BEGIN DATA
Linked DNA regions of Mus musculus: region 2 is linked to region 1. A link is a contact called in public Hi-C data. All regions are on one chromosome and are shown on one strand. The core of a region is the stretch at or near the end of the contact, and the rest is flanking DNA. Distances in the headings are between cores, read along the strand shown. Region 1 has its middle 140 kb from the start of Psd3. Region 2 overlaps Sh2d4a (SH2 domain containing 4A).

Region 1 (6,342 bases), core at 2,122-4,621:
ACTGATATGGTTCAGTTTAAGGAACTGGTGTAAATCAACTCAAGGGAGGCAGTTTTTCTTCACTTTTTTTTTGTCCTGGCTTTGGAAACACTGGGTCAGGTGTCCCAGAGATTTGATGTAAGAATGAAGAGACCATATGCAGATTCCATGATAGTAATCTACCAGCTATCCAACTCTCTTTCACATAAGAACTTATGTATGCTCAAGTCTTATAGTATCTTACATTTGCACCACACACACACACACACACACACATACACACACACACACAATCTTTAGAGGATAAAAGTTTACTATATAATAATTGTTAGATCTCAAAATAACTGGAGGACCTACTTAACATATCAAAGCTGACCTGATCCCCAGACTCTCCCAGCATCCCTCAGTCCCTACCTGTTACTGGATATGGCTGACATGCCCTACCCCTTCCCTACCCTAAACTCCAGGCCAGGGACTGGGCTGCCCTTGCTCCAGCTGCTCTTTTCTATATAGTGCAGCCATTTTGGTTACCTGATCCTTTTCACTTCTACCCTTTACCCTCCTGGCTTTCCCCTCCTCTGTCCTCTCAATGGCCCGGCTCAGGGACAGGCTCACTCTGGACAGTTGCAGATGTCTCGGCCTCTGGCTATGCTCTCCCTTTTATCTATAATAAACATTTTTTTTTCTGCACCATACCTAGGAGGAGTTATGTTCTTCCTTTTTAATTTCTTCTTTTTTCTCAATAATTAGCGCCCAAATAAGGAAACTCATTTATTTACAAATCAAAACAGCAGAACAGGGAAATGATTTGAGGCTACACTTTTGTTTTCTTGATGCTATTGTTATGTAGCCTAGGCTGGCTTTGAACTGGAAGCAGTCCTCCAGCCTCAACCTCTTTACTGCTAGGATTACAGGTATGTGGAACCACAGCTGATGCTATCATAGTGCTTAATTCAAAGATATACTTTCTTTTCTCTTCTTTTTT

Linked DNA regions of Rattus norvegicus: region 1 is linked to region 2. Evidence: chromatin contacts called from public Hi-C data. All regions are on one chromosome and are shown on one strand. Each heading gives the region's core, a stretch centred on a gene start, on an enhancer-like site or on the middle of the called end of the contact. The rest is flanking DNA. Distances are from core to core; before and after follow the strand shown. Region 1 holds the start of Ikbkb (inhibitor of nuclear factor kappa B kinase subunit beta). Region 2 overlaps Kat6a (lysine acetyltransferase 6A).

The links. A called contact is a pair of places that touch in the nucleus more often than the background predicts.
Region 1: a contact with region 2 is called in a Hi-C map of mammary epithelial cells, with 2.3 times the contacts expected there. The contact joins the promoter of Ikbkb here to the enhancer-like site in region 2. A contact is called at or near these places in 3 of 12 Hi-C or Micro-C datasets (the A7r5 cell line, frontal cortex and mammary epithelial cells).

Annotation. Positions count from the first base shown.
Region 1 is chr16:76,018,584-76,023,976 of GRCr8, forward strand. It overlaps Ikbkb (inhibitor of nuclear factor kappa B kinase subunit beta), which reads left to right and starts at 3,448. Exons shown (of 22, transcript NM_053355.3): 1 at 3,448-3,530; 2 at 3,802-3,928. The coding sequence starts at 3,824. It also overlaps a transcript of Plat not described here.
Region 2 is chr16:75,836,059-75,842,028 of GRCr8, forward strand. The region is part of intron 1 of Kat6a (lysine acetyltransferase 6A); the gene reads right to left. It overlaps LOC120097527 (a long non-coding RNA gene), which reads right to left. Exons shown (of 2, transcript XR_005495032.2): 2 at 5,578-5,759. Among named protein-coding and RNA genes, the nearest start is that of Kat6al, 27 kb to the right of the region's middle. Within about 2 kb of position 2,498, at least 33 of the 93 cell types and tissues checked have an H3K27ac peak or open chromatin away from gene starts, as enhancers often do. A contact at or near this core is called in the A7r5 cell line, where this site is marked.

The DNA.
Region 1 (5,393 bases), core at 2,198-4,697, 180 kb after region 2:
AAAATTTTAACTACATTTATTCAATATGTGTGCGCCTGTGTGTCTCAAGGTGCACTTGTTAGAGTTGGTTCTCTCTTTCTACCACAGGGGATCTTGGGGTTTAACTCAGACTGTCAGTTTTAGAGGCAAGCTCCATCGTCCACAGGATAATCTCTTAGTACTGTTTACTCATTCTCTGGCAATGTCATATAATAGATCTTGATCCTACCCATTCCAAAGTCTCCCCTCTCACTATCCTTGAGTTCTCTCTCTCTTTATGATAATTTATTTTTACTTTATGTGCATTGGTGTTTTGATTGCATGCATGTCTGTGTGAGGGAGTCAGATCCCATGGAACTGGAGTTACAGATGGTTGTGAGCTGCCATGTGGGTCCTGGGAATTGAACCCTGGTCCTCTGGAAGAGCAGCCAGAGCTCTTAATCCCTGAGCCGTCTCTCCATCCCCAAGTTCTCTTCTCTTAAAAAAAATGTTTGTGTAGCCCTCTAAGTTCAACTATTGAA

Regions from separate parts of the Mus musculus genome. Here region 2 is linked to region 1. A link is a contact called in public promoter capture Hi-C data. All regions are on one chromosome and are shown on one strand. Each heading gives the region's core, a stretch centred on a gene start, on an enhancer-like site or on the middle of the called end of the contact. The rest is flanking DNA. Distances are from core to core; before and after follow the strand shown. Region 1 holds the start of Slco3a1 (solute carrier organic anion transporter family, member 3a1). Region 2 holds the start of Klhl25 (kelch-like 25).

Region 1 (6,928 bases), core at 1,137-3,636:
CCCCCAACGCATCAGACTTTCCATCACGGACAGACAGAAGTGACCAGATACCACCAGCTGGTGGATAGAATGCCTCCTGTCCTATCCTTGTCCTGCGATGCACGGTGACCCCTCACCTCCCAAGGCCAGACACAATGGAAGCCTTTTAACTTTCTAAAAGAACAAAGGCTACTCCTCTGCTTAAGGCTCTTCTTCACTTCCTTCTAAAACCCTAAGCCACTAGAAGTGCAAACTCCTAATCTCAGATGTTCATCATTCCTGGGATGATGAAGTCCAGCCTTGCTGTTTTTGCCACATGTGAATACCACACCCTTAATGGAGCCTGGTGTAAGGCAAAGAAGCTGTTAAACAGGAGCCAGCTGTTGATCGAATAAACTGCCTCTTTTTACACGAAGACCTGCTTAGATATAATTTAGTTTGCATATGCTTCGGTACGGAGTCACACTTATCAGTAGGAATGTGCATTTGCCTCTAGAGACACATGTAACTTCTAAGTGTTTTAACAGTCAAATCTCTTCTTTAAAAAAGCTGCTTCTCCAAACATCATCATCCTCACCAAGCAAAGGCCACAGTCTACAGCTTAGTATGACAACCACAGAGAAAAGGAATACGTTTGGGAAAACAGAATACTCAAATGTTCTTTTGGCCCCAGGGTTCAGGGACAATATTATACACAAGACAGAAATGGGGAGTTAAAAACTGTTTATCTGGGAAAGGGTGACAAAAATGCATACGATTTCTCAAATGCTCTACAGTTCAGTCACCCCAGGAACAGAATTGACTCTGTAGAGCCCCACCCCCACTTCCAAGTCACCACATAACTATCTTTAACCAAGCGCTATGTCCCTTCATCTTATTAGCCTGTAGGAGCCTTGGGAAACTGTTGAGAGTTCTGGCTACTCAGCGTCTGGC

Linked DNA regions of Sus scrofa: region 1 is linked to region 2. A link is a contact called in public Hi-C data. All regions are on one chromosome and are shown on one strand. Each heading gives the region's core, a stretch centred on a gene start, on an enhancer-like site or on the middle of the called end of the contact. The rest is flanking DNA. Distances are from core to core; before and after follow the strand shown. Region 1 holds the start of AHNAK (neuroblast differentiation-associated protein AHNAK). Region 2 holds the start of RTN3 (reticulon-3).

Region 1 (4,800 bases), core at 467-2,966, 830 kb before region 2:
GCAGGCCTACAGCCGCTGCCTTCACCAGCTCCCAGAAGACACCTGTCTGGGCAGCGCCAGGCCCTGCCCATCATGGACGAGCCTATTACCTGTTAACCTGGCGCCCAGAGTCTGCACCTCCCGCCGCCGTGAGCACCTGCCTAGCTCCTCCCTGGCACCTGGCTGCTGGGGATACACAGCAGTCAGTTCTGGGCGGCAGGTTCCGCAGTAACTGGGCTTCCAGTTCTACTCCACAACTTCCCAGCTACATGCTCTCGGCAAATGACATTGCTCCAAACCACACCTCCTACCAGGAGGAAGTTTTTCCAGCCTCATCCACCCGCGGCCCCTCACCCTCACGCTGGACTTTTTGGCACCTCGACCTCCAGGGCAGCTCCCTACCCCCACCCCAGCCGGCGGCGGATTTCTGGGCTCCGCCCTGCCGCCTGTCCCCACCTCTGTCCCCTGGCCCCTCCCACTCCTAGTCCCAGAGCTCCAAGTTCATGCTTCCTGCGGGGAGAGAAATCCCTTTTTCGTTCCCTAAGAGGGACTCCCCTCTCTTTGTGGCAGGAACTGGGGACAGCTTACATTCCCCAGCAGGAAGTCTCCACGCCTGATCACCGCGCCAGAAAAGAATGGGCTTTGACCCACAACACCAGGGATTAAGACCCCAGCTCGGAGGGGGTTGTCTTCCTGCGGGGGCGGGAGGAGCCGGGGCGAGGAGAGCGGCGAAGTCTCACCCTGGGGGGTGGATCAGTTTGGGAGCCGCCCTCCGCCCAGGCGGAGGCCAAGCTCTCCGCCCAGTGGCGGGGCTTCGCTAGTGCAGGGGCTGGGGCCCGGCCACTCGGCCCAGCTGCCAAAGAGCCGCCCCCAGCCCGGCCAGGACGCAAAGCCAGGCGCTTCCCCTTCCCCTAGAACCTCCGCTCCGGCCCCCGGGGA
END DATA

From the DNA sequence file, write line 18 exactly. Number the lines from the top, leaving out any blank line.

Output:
GCAGGCCTACAGCCGCTGCCTTCACCAGCTCCCAGAAGACACCTGTCTGGGCAGCGCCAGGCCCTGCCCATCATGGACGAGCCTATTACCTGTTAACCTGGCGCCCAGAGTCTGCACCTCCCGCCGCCGTGAGCACCTGCCTAGCTCCTCCCTGGCACCTGGCTGCTGGGGATACACAGCAGTCAGTTCTGGGCGGCAGGTTCCGCAGTAACTGGGCTTCCAGTTCTACTCCACAACTTCCCAGCTACATGCTCTCGGCAAATGACATTGCTCCAAACCACACCTCCTACCAGGAGGAAGTTTTTCCAGCCTCATCCACCCGCGGCCCCTCACCCTCACGCTGGACTTTTTGGCACCTCGACCTCCAGGGCAGCTCCCTACCCCCACCCCAGCCGGCGGCGGATTTCTGGGCTCCGCCCTGCCGCCTGTCCCCACCTCTGTCCCCTGGCCCCTCCCACTCCTAGTCCCAGAGCTCCAAGTTCATGCTTCCTGCGGGGAGAGAAATCCCTTTTTCGTTCCCTAAGAGGGACTCCCCTCTCTTTGTGGCAGGAACTGGGGACAGCTTACATTCCCCAGCAGGAAGTCTCCACGCCTGATCACCGCGCCAGAAAAGAATGGGCTTTGACCCACAACACCAGGGATTAAGACCCCAGCTCGGAGGGGGTTGTCTTCCTGCGGGGGCGGGAGGAGCCGGGGCGAGGAGAGCGGCGAAGTCTCACCCTGGGGGGTGGATCAGTTTGGGAGCCGCCCTCCGCCCAGGCGGAGGCCAAGCTCTCCGCCCAGTGGCGGGGCTTCGCTAGTGCAGGGGCTGGGGCCCGGCCACTCGGCCCAGCTGCCAAAGAGCCGCCCCCAGCCCGGCCAGGACGCAAAGCCAGGCGCTTCCCCTTCCCCTAGAACCTCCGCTCCGGCCCCCGGGGA